The topic for the Gunnison, Colo., master-plan meeting not long ago was "community culture," and the rambles of that discussion have been lurking in my mind ever since. The talk went fast to complaints about a really junky property on the west approach to town, a collection of shacks and sheds with stuff lying around. From laments about the impression this created for visitors, the discussion broadened to a general lament about other "eyesores" around town, and the difficulty of getting such places cleaned up despite a city ordinance enabling the city to clean up messes and bill the owner.
You might gather that tidiness and a pretty appearance are high on the list of qualities we care about in this college town. But this does nothing to explain that, for the four decades I have been living in or near Gunnison, that same collection of shacks and junk has been rotting away. That property was probably the poster display for those citizens pushing the anti-mess ordinance when it was passed sometime last century. So, if it is our community culture to maintain a neat and clean property, why do we have these eyesores?
I have an answer that comes out of a brush with that law. Back when I was still hanging onto middle-class origins by my fingernails, I had two vehicles awaiting repair in my yard: a classic 1941 Jeep pickup that wouldn't start and an $800 Honda I'd bought to replace a $300 Toyota, which had thrown a rod on Monarch Pass. And, when it wasn't moving, my still-running Toyota looked abandoned itself.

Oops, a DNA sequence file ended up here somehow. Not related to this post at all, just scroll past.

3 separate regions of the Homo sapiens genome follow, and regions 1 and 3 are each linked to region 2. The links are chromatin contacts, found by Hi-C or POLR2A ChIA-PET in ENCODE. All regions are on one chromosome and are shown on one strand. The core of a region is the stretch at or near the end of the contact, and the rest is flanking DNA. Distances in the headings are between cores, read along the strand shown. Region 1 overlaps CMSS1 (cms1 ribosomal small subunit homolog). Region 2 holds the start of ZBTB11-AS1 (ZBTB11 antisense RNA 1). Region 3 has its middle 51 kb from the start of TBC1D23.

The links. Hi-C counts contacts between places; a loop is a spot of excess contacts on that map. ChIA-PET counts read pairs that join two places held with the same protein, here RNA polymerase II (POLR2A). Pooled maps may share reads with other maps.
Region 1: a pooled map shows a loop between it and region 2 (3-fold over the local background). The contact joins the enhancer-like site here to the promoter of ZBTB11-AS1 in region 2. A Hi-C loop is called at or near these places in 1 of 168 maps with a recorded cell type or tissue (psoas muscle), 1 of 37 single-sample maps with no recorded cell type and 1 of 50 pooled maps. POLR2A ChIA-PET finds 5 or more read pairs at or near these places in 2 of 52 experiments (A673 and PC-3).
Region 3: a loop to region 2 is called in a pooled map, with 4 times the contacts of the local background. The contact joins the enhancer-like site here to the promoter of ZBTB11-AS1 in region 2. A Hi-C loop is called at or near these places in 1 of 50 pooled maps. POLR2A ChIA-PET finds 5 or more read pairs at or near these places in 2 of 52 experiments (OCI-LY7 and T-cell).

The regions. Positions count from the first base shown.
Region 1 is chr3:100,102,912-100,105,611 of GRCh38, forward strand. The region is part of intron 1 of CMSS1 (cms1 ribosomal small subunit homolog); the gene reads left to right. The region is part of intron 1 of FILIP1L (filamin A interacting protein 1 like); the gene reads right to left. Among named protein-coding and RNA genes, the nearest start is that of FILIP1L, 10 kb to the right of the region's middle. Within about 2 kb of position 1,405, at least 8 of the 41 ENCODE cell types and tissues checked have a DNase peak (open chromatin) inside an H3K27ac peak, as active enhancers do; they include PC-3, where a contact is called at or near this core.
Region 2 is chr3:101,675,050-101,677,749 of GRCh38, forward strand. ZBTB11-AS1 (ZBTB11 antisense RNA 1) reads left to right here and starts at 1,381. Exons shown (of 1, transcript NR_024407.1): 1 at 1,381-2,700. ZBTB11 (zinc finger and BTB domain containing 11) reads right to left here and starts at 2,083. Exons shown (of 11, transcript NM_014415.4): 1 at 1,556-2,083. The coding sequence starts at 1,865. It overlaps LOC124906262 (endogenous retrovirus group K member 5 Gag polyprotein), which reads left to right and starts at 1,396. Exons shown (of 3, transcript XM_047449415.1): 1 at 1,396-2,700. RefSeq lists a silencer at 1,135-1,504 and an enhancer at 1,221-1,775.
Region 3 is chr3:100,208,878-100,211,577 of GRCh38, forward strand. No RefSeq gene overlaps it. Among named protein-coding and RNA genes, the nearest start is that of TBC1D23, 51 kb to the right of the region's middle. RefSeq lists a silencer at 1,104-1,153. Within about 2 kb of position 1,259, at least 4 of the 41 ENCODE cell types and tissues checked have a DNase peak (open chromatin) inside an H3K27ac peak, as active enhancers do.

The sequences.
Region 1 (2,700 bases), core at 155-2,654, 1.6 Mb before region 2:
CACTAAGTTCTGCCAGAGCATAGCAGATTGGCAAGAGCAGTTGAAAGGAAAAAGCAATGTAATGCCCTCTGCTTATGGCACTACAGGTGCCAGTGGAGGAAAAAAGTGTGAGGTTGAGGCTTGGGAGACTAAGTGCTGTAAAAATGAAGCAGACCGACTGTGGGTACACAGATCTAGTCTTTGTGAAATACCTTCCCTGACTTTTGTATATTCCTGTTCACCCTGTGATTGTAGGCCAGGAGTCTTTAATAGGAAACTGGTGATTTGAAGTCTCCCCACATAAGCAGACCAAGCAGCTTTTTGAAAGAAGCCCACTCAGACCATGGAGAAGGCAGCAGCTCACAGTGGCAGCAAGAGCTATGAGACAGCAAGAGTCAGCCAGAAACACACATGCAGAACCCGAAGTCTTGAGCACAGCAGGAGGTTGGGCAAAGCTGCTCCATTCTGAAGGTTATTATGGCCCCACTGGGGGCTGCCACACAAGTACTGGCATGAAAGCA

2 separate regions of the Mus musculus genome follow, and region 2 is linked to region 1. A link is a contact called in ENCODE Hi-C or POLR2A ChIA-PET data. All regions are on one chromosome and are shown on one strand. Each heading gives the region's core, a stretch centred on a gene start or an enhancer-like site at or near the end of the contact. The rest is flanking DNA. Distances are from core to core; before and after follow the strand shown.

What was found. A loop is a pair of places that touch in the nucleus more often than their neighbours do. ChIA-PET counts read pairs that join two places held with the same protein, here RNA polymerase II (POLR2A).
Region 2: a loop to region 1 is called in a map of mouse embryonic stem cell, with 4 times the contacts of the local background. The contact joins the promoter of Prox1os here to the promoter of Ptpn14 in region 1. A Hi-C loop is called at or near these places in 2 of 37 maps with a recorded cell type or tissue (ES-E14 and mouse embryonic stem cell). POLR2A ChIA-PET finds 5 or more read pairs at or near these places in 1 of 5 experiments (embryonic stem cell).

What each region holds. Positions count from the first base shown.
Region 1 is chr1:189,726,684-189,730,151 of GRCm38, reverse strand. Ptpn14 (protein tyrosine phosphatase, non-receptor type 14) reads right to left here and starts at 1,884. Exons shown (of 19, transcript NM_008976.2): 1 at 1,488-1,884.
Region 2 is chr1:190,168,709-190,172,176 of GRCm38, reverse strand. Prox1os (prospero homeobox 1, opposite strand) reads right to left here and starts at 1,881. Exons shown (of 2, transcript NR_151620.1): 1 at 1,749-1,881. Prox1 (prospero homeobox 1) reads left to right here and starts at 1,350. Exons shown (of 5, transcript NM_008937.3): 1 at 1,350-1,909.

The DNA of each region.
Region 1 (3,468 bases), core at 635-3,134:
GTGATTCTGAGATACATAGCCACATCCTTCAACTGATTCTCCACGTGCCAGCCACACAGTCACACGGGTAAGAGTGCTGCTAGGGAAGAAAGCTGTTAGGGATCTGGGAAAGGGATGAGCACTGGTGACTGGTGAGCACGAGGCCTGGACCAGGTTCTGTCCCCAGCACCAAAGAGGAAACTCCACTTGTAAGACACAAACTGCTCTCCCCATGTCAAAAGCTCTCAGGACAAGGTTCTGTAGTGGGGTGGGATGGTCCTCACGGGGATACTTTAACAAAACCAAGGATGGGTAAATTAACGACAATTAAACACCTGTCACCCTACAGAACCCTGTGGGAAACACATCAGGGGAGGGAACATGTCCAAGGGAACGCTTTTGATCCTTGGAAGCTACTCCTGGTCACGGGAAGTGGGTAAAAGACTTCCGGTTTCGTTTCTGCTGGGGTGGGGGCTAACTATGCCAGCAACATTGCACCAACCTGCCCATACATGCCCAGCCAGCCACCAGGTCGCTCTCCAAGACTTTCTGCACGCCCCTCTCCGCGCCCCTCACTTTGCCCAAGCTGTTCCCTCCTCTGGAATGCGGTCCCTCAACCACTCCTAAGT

One spring day, a policeman showed up at my door and politely told me the city had a special deal: It would haul my "abandoned vehicles" to the junkyard at no charge, thereby putting me in compliance with the law.
I told him, as politely, there was a mistake; the vehicles weren't abandoned, they were just awaiting repair. "Oh," he said, a note of skepticism lurking, "They've been there so long...." Only a year or so, I pointed out, and said I was sure I'd find time to get around to them that summer. So he retreated and that was that.
The summer after that summer — both vehicles still there, unrepaired — I faced my fully employed reality and found homes for both the vehicles. But in the interim year, I'd never heard another word from the city.
That makes me think that there is another, deeper strain to our community culture, and that's a "live and let live" philosophy. I might not like what my neighbor does on his or her property, but it's his property. And when it comes to resolving the conflict between those two aspects of the community culture, "live and let live" trumps a neatnik town.
My VAR collection (Vehicles Awaiting Repair), for example, didn't hold a candle to that of any respectable rancher. You can tell how established and stable a ranch is by the size of its VAR lot. And other stuff too; a rancher friend told me once (shaking a piece off his boot), "If you need a piece of wire, just take five steps in any direction."
That's community culture, too, or was, anyway. Today, there's just too much stuff, and most of us don't have the kind of storage a rancher does. A lot of stuff is made to be thrown away when it malfunctions, though the cost of disposal isn't built into the price. I'm embarrassed to say I have three old telephones, two phone-faxes, an old MacIntosh computer and a few other electronic items in a closet, and no idea when any of it will ever be useful. But you never know till you need them.
Today, I acknowledge, this might be just personal idiosyncrasy, not community culture. So I won't, as it were, come out of the closet with it. And I keep a reasonably tidy yard these days. But I'm not going to lead any charge to make everyone else keep a tidy yard, too — and if that results in some newcomers being so offended that they decide to build their retirement mansion in Bend, Ore., or Tucson, Ariz., instead of Gunnison in western Colorado, that's fine with me.
George Sibley is a contributor to Writers on the Range in Paonia, Colorado (hcn.org). He is a writer and teacher in Gunnison, Colorado.
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